People can be born with one or two small eyes (microphthalmia) or without one or both eyes (anophthalmia). These conditions may also occur with other eye conditions or medical problems elsewhere on the body. There is no cure.
Microphthalmia and anophthalmia are both congenital conditions that affect the eyes. A congenital condition is one that you have when you’re born. Conditions that are a result of problems with fetal development are sometimes called birth defects. You may hear some people say that anophthalmia and microphthalmia are examples of “eye birth defects.”
Microphthalmia means that one eye or both eyes don’t develop fully so they are small and disorganized. Bilateral microphthalmia is the term for when the condition affects both eyes. Unilateral microphthalmia is the term for when the condition affects only one eye.
Other names for microphthalmia include small eye syndrome and microphthalmos.
Anophthalmia means that one or both eyes don’t develop at all so they are missing. In bilateral anophthalmia, both eyes are missing. In unilateral anophthalmia, one eye is missing.
According to some estimates, these conditions (anophthalmia and microphthalmia) affect about 1 in 5,200 to 1 in 10,000 infants born each year in the U.S.
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Your provider will be able to tell if your baby has microphthalmia or anophthalmia by looking carefully during a physical examination and doing an eye exam.
Symptoms include poor vision or even complete vision loss. These eye conditions can happen along with other eye conditions and medical issues.
Some of the other eye issues include:
Researchers don’t know for sure what causes anophthalmia or what causes microphthalmia. Some babies are born with these conditions due to genetic changes. Researchers think that the changes in genes and chromosomes may combine with environmental factors to result in conditions present at birth.
There are other things that may be factors in these eye conditions, including:
In a newborn child, your provider can diagnose anophthalmia and microphthalmia through an examination. However, it’s also possible to diagnose these conditions during pregnancy.
Tests that can diagnose microphthalmia and anophthalmia before birth include:
Healthcare providers aren’t able to provide a new eye for people born with these conditions. However, there are treatments that include:
There’s no way to completely eliminate your risk of microphthalmia and anophthalmia, but there are ways to make pregnancy safer:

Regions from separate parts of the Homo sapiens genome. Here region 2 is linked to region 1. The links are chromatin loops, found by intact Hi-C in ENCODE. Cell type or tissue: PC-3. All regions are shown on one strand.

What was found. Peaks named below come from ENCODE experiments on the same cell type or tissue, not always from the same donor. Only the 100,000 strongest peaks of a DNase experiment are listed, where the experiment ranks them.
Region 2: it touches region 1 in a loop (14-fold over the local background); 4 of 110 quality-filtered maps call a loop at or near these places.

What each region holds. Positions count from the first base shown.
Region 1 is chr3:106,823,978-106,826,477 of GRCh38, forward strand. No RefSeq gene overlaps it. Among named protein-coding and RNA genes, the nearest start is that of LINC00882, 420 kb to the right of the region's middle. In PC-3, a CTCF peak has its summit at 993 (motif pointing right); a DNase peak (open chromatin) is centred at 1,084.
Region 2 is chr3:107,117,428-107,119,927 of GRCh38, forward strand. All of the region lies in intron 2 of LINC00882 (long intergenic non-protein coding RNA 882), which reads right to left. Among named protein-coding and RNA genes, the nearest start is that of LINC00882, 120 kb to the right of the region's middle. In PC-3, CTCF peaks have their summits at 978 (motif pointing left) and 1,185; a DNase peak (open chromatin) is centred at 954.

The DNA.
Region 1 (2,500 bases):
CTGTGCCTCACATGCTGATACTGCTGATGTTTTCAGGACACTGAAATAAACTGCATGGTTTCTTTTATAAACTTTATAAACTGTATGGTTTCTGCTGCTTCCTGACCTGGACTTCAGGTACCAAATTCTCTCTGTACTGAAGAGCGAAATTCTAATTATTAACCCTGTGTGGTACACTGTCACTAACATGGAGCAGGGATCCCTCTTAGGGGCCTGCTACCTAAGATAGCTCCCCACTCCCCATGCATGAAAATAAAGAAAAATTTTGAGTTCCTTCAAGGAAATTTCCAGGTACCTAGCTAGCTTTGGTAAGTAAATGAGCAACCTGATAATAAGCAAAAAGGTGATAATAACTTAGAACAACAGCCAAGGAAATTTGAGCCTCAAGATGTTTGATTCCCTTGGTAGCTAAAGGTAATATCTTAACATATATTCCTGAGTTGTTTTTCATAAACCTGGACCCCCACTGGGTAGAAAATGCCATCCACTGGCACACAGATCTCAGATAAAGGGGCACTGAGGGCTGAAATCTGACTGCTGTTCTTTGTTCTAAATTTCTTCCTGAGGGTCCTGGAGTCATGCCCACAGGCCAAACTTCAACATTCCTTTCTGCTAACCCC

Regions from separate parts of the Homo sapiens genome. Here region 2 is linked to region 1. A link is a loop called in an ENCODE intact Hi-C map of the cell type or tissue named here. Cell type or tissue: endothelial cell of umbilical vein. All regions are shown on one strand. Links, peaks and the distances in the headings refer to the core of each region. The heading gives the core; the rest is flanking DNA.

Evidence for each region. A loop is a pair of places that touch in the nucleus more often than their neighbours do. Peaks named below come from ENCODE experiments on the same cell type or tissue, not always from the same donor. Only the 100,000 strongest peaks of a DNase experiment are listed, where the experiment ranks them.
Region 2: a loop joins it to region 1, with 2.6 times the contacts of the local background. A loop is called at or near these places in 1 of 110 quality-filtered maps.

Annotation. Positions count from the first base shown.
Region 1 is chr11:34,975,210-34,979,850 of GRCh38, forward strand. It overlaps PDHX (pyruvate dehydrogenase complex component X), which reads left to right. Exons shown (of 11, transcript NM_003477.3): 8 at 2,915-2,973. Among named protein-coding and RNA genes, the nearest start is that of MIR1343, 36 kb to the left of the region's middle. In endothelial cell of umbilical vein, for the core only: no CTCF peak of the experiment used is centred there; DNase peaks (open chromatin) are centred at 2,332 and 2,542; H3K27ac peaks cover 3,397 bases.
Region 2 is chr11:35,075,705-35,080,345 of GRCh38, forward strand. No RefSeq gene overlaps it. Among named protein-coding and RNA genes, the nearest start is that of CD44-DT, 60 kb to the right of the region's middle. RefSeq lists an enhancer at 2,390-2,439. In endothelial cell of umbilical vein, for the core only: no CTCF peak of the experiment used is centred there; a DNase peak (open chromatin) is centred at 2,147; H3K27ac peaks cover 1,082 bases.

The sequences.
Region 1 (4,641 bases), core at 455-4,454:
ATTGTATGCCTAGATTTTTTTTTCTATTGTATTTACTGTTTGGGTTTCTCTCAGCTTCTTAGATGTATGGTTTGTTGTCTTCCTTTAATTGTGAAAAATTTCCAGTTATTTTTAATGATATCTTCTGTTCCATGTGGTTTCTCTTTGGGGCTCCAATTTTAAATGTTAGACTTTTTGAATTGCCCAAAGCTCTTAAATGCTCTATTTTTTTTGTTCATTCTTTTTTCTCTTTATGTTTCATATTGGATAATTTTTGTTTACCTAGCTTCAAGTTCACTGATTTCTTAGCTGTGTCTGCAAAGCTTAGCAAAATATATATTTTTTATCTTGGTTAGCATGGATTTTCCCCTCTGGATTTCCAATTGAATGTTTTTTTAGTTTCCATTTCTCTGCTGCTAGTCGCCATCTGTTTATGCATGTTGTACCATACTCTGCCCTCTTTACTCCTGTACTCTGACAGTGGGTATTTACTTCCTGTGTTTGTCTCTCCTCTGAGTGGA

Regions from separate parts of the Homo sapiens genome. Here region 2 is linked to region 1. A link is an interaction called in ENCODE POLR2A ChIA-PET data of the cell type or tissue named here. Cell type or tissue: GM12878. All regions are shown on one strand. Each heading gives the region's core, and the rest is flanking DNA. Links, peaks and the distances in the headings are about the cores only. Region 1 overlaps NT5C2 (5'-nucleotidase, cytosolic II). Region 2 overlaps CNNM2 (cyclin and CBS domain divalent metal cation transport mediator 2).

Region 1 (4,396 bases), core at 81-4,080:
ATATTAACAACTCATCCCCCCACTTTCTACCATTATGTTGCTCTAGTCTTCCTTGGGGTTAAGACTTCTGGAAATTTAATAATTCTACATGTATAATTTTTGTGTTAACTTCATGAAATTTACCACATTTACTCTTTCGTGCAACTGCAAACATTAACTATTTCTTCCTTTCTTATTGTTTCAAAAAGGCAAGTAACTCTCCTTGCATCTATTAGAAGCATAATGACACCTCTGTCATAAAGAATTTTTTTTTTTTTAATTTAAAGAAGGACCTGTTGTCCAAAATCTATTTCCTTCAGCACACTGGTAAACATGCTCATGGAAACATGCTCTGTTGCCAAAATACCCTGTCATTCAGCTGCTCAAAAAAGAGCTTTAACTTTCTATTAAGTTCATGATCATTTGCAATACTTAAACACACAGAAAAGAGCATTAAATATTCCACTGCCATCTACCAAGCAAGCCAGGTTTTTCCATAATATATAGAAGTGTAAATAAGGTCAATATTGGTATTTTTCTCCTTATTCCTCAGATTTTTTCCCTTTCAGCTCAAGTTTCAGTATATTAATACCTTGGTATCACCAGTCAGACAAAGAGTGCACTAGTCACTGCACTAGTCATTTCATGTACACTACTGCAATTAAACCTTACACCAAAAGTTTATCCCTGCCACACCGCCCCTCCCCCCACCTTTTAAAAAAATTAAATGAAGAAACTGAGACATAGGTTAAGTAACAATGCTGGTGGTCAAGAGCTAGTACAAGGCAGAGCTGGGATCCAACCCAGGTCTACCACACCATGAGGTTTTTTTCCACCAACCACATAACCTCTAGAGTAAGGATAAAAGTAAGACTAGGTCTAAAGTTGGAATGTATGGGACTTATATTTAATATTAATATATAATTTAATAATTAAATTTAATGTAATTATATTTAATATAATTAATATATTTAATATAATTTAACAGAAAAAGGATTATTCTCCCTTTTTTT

There’s no cure for microphthalmia or anophthalmia. It’s a question of managing these conditions and any other conditions that might occur with them.
It’s important to have a healthcare team if you or your child has microphthalmia or anophthalmia. In addition to a pediatrician or internist, someone with either of these conditions will probably need an ophthalmologist, an ocularist and an oculoplastic surgeon.
An ophthalmologist is a medical doctor who is trained in diagnosing and treating eye conditions and vision conditions.
An ocularist is a provider who can make prosthetic devices like artificial eyes and conformers. They can also do the fitting for these devices.
An oculoplastic surgeon is a surgeon who has special training with the eyes, the eye sockets and the bones that make them up.
It’s a good idea to have all these members of your healthcare team (or your child’s team), along with experts who can help with any other areas of need.
Microphthalmia and anophthalmia may happen along with other medical conditions that occur at birth, including issues with hands and feet malformation (like polydactyly), face and mouth malformation (like cleft lip and palate) and intellectual challenges.
Anophthalmia and microphthalmia may also be part of congenital syndromes, including:
A note from Cleveland Clinic
You may feel concerned if you’re pregnant and you find out that your child may have microphthalmia or anophthalmia. Talking to your healthcare team may help you to develop strategies to have in place to help you manage these conditions. There are early intervention services to help your child learn and support groups to help your family and your child succeed.
Last reviewed by a Cleveland Clinic medical professional on 09/07/2022.
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